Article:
The process of hydraulic fracturing in drilling underground for natural gas in the upstate Marcellus Shale has been met with great controversy in New York State, including from those in the Hudson Valley concerned over what it could mean to New York City's watershed.
Despite the concerns, the picture is nuanced, with the concern exaggerated in some areas, a former state official said at a May 1 gathering at the Chappaqua Library.
Stu Gruskin, former executive deputy commissioner for the state Department of Environmental Conservation, took aim at "myths" on the topic at a forum sponsored by the League of Women Voters of New Castle.
Gruskin, who is a West End resident, explained that fracking itself is not a new process and has been around for decades. What is now different is that fracking has been combined with horizontol drilling, itself an old process, and done without significant environtal problems.
Currently, New York State, unlike other states, is taking a cautious approach and studying the procedure before issuing permits, Gruskin explained. He also noted that a current "moratorium" executive order signed by then-Gov. David Paterson last year will not have bearing on whether the DEC will start its permitting process.
Gruskin painted a positive picture of his former agency, noting that a controversial provision that exempts drilling companies from disclosing its chemicals at the federal level will not matter in New York because disclosure would be required under state law. He also sought to dispel concerns over what drilling would mean in the New York City watershed, noting that a separate environmental review would be need for companies would want to do so near its water supply.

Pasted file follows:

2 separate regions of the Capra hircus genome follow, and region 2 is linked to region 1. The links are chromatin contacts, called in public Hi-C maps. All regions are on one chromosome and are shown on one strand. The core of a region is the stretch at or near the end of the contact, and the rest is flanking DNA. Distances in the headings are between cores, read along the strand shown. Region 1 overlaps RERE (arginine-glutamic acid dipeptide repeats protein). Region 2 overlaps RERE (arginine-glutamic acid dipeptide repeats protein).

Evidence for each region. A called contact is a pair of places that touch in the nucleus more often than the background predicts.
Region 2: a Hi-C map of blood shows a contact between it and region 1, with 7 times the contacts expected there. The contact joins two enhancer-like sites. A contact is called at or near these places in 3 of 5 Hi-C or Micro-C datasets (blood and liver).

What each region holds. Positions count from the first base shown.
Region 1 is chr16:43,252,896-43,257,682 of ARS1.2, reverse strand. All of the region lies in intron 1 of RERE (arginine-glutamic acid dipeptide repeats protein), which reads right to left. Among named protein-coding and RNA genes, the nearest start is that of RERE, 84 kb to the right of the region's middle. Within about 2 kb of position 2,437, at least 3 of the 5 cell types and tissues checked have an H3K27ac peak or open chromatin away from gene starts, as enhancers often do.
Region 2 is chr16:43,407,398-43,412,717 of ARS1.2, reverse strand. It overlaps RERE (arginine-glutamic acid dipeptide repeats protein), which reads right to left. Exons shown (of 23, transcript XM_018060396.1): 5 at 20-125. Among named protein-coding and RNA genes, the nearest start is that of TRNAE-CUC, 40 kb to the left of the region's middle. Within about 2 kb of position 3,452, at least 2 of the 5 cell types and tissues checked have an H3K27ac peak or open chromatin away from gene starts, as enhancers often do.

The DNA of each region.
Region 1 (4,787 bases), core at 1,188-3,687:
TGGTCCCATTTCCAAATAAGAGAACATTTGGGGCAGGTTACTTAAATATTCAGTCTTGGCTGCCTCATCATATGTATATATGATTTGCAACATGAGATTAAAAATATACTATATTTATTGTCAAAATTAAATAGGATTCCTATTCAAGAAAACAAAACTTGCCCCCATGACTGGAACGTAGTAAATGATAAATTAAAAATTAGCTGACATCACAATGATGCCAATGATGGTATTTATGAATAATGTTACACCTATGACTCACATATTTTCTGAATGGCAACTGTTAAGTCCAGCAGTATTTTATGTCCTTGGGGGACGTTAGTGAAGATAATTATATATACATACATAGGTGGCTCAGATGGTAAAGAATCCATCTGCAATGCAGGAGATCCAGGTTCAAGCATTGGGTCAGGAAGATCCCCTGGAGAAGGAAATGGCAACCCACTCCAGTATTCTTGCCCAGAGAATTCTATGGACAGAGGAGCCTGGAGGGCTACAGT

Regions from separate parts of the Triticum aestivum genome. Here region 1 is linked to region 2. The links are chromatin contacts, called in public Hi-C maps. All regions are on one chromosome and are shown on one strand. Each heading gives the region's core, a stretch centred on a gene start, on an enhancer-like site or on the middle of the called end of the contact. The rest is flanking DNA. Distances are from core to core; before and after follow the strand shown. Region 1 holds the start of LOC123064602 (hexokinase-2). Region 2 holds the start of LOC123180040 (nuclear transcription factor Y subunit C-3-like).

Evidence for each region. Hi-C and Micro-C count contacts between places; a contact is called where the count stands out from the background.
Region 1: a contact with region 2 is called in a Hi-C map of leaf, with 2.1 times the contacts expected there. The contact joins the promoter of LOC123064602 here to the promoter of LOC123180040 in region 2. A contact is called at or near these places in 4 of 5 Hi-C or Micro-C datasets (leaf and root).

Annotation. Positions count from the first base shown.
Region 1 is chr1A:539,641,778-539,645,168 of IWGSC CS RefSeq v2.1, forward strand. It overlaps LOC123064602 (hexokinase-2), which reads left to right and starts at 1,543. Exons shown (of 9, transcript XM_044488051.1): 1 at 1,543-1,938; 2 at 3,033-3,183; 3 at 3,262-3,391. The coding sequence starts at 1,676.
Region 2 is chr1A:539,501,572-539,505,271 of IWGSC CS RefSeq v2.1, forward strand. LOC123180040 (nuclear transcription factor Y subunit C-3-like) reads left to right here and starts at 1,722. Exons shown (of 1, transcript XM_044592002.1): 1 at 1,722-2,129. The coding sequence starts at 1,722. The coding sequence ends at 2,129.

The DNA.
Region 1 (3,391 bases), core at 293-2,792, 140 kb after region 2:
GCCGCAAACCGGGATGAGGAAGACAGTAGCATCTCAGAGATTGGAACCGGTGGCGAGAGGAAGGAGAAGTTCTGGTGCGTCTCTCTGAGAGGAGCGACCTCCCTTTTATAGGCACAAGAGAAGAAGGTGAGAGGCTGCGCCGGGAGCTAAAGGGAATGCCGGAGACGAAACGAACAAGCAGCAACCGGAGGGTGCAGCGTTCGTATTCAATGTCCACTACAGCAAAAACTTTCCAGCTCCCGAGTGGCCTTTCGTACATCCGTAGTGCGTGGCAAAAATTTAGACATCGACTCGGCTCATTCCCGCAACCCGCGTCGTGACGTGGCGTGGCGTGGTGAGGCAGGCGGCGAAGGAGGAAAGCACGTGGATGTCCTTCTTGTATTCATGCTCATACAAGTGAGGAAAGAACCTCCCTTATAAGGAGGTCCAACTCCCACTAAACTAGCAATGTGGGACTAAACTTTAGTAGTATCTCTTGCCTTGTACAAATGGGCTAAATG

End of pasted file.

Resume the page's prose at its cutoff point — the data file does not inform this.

He suggested that the city's real concern could be if the water would no longer be pure enough to go without filtration, which could cost the city billions in establish, he said. New York City's watershed is only one of two in the state that has a special status allowing it to use unfiltered surface water, he said.
Gruskin said that the fracking process itself is not one to compromise ground water near the drilling sites, stating it “just happens too deep in the earth for it to impact fresh water.”
However, he warned about problems from spills on the surface, which could threaten ground water.
"I believe the biggest threat to the water supply comes from spills," he said.
Other potential problems to watch out for, he explained, include the potential environmental impact from using more water in the process, use of toxic additives and propoer local and regional planning.
Currently, the DEC, in conjunction with other state agencies, is conducting a environmental review of the combination process of fracking and horizontal drilling. It is hoped, Gruskin said, that the earliest the DEC could make an environmental finding on the matter and begin to issue permits is a year from now, although he cautioned that factors such as lawsuits could arise.
At the end of Gruskin's talk, folks in the audience asked questions on a variety of matters, including relations with the industry and impact on the land.
Beth Levine asked what the social implications would be locally, and if local governments were being required to plan. Gruskin said it's "a mixed bag," with planning up to the local governments. He also explained that adding requirements for planning is difficult in light of state mandates in general becoming unpopular locally.
Elise Orlando asked whether farmers who were to lease their land - many people upstate would be in this position - could still farm. Gruskin responded by describing how there would be surface disturbance in areas with well pads contains the wells, as well as access roads. However, he also noted that horizontal drilling would go under undisturbed surface area. That farming, he explained, can be done on the edge of the drilling unit, above ground, without disturbance.